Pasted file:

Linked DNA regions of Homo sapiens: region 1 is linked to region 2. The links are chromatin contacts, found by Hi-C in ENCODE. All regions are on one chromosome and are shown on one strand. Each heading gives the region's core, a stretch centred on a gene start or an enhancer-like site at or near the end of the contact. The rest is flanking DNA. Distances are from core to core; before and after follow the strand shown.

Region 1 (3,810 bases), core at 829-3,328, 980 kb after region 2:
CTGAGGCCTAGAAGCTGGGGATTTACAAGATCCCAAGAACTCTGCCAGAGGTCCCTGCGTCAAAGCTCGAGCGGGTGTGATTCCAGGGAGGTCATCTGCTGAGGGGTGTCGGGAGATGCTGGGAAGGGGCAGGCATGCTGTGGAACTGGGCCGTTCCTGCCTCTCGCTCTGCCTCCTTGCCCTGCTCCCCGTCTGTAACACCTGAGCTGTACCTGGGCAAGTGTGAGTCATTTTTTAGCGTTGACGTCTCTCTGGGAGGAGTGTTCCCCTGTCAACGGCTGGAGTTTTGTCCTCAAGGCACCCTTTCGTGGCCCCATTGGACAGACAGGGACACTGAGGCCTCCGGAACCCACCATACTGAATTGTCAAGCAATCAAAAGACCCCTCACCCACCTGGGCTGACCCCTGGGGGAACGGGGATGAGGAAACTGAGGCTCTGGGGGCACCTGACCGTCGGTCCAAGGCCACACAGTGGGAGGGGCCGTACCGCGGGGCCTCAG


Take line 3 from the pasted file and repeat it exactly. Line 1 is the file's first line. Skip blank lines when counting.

CTGAGGCCTAGAAGCTGGGGATTTACAAGATCCCAAGAACTCTGCCAGAGGTCCCTGCGTCAAAGCTCGAGCGGGTGTGATTCCAGGGAGGTCATCTGCTGAGGGGTGTCGGGAGATGCTGGGAAGGGGCAGGCATGCTGTGGAACTGGGCCGTTCCTGCCTCTCGCTCTGCCTCCTTGCCCTGCTCCCCGTCTGTAACACCTGAGCTGTACCTGGGCAAGTGTGAGTCATTTTTTAGCGTTGACGTCTCTCTGGGAGGAGTGTTCCCCTGTCAACGGCTGGAGTTTTGTCCTCAAGGCACCCTTTCGTGGCCCCATTGGACAGACAGGGACACTGAGGCCTCCGGAACCCACCATACTGAATTGTCAAGCAATCAAAAGACCCCTCACCCACCTGGGCTGACCCCTGGGGGAACGGGGATGAGGAAACTGAGGCTCTGGGGGCACCTGACCGTCGGTCCAAGGCCACACAGTGGGAGGGGCCGTACCGCGGGGCCTCAG